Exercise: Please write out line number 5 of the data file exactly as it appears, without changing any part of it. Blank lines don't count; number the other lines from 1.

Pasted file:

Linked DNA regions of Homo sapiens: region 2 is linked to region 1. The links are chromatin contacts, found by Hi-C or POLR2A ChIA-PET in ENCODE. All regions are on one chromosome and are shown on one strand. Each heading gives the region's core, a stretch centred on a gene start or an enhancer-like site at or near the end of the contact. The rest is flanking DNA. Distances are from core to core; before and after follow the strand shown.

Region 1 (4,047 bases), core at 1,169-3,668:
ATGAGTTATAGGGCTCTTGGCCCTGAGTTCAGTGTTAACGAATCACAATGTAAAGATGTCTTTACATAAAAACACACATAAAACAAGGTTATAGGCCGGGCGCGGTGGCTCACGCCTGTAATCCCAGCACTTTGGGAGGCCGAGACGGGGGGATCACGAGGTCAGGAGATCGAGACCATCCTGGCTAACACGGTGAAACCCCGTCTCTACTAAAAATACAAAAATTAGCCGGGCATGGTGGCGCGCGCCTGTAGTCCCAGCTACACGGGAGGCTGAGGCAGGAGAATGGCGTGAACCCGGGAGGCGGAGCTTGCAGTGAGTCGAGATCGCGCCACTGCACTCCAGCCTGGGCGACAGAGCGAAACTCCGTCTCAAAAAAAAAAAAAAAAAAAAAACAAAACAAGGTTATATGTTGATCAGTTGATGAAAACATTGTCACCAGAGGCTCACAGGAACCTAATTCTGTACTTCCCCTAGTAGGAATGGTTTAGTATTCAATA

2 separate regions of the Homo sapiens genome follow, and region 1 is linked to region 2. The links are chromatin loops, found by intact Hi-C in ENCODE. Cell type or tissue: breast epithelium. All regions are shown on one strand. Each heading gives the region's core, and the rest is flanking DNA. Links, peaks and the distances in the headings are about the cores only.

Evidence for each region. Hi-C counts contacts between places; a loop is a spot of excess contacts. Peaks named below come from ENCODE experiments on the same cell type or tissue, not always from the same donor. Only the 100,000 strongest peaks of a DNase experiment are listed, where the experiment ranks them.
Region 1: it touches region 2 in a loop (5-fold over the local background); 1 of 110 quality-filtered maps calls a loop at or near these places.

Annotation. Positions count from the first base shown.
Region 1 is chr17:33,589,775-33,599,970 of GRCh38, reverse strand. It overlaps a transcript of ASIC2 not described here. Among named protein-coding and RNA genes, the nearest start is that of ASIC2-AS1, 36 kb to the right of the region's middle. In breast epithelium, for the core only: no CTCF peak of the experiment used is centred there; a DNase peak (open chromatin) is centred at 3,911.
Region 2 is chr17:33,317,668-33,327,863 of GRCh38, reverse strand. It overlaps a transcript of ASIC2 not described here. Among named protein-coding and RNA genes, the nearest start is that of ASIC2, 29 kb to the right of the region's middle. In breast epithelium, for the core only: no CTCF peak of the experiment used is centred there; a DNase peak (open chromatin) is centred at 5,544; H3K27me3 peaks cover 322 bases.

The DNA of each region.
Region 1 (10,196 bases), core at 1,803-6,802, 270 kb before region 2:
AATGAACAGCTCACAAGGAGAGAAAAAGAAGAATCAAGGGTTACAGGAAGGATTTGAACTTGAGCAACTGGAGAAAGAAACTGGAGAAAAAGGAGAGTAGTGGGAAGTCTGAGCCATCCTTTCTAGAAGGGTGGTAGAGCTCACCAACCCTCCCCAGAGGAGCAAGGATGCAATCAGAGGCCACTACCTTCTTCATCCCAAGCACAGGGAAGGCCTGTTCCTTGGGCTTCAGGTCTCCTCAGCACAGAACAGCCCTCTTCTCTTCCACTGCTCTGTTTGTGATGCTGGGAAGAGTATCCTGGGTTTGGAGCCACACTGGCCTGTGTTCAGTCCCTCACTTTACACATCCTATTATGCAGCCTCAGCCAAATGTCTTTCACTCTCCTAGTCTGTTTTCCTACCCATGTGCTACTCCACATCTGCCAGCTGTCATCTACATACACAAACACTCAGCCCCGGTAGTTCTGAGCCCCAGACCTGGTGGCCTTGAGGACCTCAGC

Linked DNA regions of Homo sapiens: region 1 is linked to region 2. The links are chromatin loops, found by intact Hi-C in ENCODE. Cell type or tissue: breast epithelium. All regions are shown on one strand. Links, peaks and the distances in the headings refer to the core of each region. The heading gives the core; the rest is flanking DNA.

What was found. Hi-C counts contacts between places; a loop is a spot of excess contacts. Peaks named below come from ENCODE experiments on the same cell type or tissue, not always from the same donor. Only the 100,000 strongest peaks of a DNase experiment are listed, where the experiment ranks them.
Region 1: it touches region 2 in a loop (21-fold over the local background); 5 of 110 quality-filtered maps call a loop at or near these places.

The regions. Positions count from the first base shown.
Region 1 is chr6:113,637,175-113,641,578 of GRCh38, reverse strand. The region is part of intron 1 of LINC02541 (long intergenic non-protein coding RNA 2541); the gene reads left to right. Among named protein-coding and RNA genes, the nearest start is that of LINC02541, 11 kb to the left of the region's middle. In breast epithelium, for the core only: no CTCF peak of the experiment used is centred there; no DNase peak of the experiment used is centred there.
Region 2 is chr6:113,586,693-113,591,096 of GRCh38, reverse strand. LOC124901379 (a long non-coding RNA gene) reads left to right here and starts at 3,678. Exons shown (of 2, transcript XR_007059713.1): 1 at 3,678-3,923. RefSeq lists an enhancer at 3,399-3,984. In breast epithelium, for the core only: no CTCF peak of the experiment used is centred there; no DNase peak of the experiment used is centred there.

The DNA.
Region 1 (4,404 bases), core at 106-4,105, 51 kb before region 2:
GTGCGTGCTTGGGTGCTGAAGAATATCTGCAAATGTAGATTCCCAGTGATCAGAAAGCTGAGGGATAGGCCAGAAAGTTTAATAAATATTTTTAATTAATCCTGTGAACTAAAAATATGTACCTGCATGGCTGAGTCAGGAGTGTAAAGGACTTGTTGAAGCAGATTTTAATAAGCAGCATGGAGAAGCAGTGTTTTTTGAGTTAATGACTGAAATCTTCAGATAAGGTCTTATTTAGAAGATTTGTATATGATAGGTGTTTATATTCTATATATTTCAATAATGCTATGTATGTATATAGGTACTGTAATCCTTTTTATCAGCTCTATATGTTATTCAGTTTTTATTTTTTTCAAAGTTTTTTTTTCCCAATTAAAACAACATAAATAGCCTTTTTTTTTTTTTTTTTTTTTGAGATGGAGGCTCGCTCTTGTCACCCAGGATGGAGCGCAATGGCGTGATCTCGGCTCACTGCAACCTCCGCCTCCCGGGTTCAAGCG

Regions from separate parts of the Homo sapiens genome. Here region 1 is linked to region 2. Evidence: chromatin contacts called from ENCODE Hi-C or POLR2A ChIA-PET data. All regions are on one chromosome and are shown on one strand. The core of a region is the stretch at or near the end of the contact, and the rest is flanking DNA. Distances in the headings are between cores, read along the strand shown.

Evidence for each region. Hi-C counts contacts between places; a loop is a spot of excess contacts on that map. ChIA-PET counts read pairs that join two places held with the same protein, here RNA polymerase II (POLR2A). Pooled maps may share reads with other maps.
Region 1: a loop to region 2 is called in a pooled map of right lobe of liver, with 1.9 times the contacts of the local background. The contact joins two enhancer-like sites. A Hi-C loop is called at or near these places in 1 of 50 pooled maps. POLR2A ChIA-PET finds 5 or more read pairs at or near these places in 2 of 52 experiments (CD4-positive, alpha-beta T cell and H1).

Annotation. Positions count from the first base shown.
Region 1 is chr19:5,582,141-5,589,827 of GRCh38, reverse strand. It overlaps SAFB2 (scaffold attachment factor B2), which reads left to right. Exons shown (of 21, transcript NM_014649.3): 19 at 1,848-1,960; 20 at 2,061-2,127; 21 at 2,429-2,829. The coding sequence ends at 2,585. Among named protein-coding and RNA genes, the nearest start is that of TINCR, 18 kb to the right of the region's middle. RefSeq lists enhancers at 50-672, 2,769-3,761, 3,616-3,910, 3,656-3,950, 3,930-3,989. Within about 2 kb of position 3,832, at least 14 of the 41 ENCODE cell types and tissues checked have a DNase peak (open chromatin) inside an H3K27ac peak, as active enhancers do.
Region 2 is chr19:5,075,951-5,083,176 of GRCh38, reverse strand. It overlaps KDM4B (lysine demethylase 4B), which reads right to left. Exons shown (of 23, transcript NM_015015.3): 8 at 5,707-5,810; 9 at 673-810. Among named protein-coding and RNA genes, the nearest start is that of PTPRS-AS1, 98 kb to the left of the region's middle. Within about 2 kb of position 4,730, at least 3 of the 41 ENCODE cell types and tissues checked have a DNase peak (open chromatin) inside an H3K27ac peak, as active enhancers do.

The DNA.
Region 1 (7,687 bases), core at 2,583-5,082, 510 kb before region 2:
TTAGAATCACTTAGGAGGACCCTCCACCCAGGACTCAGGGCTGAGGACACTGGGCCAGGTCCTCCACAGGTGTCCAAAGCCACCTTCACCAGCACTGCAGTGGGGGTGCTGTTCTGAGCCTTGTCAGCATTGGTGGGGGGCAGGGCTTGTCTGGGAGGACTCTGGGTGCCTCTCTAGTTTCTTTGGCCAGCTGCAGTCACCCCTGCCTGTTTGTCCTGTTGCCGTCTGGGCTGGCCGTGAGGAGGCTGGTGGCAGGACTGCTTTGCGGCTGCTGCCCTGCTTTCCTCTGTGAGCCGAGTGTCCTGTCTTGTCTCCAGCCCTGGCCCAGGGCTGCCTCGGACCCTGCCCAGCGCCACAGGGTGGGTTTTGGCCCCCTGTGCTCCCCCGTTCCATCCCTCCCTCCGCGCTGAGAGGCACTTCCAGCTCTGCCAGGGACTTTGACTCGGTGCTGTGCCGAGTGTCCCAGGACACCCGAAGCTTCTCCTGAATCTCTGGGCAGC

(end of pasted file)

Evidence for each region. Hi-C counts contacts between places; a loop is a spot of excess contacts. Peaks named below come from ENCODE experiments on the same cell type or tissue, not always from the same donor. Only the 100,000 strongest peaks of a DNase experiment are listed, where the experiment ranks them.